National rents grew at a double-digit annual pace (+15.5%) for the 10th straight month in May, but by the smallest amount since fall 2021 – hinting at potential relief to come later this year

SANTA CLARA, Calif., June 22, 2022 /PRNewswire/ -- The U.S. median rental price hit its latest new high of $1,849 per month in May, representing a 26.6% increase since 2019 before the pandemic began, according to the Realtor.com® Monthly Rental Report released today. While May marked the 10th straight month of double-digit annual growth in national rents, the increase was the smallest since September 2021, offering renters a glimpse of a light at the end of the tunnel.

"There's no question that renters are facing sky high prices. And with rising inflation reflecting price jumps for both rents and everyday expenses, many renters are feeling the strain on their finances," said Realtor.com® Chief Economist Danielle Hale. "Still, our May data suggests that the rent surge is beginning to lose some steam, in part because incomes can't keep up, even in the strong job market. Although rent growth remains historically high, the rate has been gradually cooling since January, pulling back from 2021's feverish pace. In a bit of good news for renters, the deceleration picked up in May which means if these trends continue, last month's prediction of rents surpassing $2,000 sometime this summer is going to take longer to materialize."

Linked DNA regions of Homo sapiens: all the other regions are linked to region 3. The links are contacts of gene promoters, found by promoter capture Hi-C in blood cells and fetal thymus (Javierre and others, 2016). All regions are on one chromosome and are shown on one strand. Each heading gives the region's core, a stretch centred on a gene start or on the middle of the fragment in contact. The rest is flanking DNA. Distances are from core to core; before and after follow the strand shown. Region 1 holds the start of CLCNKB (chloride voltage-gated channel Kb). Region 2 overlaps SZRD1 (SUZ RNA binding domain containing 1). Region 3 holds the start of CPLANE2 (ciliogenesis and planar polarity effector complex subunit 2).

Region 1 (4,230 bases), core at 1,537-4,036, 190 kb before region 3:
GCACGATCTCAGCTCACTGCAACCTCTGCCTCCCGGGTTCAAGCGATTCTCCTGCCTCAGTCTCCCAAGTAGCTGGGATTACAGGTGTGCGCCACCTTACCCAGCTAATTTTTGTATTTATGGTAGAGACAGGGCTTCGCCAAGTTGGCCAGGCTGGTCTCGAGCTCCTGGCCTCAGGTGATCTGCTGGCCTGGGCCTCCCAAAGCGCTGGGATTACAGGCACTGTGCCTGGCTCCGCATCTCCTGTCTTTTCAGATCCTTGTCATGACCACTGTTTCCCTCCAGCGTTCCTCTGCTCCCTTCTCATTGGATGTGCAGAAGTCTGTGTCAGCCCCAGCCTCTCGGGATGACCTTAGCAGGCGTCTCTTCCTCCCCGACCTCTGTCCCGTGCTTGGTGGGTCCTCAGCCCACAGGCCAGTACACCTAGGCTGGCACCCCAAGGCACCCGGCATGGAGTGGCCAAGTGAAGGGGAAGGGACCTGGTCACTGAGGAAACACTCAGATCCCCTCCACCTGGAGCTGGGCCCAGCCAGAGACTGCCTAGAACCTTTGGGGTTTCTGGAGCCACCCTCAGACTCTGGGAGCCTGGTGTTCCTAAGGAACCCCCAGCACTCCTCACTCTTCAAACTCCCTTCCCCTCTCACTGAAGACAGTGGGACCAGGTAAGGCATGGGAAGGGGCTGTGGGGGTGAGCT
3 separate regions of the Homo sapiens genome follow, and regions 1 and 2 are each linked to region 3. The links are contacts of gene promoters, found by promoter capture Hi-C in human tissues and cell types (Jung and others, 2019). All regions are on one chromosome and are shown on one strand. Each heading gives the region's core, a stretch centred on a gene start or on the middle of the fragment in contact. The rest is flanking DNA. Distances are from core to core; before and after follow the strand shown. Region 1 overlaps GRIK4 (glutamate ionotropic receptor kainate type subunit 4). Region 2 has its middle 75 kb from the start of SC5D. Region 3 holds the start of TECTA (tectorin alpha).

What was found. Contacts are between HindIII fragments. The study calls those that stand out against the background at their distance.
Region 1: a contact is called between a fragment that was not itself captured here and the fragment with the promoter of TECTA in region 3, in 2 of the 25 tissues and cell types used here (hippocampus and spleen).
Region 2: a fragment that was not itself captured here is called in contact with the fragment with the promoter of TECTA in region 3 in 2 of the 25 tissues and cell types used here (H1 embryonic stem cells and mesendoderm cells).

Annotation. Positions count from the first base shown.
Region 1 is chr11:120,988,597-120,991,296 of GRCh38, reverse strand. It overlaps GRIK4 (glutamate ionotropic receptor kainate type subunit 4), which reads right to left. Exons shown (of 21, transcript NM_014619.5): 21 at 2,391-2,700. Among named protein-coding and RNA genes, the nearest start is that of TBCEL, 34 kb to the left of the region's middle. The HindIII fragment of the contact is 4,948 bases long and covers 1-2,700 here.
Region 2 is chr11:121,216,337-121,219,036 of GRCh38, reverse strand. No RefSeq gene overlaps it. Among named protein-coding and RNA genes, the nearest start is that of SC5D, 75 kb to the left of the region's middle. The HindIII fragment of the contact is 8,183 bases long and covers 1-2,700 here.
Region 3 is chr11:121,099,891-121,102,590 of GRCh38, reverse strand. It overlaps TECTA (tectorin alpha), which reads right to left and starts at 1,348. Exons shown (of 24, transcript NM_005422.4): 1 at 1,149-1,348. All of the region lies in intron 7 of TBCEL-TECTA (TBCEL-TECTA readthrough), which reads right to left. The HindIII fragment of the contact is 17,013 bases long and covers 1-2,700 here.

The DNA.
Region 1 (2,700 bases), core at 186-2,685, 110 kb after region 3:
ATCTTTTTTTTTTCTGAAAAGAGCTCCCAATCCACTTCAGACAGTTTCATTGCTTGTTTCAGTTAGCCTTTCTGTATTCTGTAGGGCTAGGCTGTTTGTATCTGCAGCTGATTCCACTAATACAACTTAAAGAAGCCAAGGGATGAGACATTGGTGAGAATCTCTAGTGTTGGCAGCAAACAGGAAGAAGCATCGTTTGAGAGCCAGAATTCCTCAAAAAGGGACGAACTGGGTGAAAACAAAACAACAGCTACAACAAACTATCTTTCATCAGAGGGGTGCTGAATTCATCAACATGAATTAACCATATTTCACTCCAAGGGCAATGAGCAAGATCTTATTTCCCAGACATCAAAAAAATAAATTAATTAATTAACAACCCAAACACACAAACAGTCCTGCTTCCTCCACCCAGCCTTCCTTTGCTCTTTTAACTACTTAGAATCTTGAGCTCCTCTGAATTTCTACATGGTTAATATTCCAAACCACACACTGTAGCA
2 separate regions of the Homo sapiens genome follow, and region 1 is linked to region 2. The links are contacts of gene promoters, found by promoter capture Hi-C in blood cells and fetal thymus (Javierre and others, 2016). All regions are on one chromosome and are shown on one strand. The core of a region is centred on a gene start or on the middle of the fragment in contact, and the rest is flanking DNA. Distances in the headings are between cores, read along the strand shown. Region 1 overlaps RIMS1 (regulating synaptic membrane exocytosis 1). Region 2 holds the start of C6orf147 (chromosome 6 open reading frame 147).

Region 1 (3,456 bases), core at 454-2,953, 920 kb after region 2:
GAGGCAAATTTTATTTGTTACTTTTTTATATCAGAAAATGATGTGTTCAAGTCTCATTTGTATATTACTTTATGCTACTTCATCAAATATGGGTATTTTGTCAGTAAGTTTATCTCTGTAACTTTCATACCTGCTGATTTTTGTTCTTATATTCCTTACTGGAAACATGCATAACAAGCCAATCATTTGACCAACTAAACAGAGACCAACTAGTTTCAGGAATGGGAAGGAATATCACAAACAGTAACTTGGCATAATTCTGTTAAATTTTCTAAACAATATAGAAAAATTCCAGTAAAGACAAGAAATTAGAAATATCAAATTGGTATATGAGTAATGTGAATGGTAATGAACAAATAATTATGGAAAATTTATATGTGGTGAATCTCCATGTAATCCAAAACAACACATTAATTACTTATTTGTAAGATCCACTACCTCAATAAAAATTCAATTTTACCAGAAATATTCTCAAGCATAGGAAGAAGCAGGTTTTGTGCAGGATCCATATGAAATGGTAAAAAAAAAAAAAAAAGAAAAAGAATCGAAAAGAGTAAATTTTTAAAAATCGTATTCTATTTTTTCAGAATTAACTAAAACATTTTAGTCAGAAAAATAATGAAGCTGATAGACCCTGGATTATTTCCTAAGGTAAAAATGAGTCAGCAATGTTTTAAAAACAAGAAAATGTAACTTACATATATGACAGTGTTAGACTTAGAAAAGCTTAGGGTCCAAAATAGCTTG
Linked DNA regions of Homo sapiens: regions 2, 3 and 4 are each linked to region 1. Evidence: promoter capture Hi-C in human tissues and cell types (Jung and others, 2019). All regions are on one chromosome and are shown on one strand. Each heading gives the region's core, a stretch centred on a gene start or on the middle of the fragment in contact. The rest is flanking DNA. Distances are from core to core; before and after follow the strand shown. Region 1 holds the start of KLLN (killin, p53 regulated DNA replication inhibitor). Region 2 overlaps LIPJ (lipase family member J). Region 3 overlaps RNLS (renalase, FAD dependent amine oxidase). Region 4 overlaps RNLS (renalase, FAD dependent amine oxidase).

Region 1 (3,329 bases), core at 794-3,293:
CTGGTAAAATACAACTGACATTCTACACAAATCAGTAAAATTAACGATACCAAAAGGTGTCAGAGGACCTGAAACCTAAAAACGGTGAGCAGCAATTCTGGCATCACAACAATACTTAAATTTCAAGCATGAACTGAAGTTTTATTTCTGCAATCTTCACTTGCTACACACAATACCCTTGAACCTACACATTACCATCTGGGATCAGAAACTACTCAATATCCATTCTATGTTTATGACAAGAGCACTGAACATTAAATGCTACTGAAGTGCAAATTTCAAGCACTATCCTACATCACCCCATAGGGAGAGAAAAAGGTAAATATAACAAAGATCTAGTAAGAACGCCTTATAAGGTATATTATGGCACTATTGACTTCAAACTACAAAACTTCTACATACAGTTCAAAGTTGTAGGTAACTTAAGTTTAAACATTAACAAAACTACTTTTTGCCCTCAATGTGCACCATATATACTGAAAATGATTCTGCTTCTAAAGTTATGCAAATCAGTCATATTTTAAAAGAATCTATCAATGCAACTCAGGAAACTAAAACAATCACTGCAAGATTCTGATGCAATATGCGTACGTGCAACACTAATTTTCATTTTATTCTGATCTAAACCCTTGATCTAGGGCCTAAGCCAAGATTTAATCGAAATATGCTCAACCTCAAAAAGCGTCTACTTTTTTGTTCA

May 2022 Rental Metrics – National

Unit Size

Median Rent

Change over May 2021

Change over May 2020

Overall

$1,849

15.5 %

23.2 %

Studio

$1,530

16.9 %

18.8 %

1-bed

$1,708

15.2 %

22.5 %

2-bed

$2,076

14.8 %

25.5 %

 

National rents maintain double-digit growth, but cool slightly from 2021's record pace

For Americans looking for available rental units within their budgets, May trends offer bittersweet news. On one hand, national rents posted the smallest year-over-year gain (+15.5%) since September 2021, moderating from their January peak (+17.3%) for the fourth consecutive month. As a result, rents took a step back from their previous projection of surpassing $2,000 by as early as this summer. In fact, if rent growth continues cooling, typical asking rents may not reach that milestone until next year. Additionally, with the for-sale housing supply recovery forecasted to accelerate in the second half of the year, a rise in first-time buying opportunities could take even more pressure off rental demand and prices.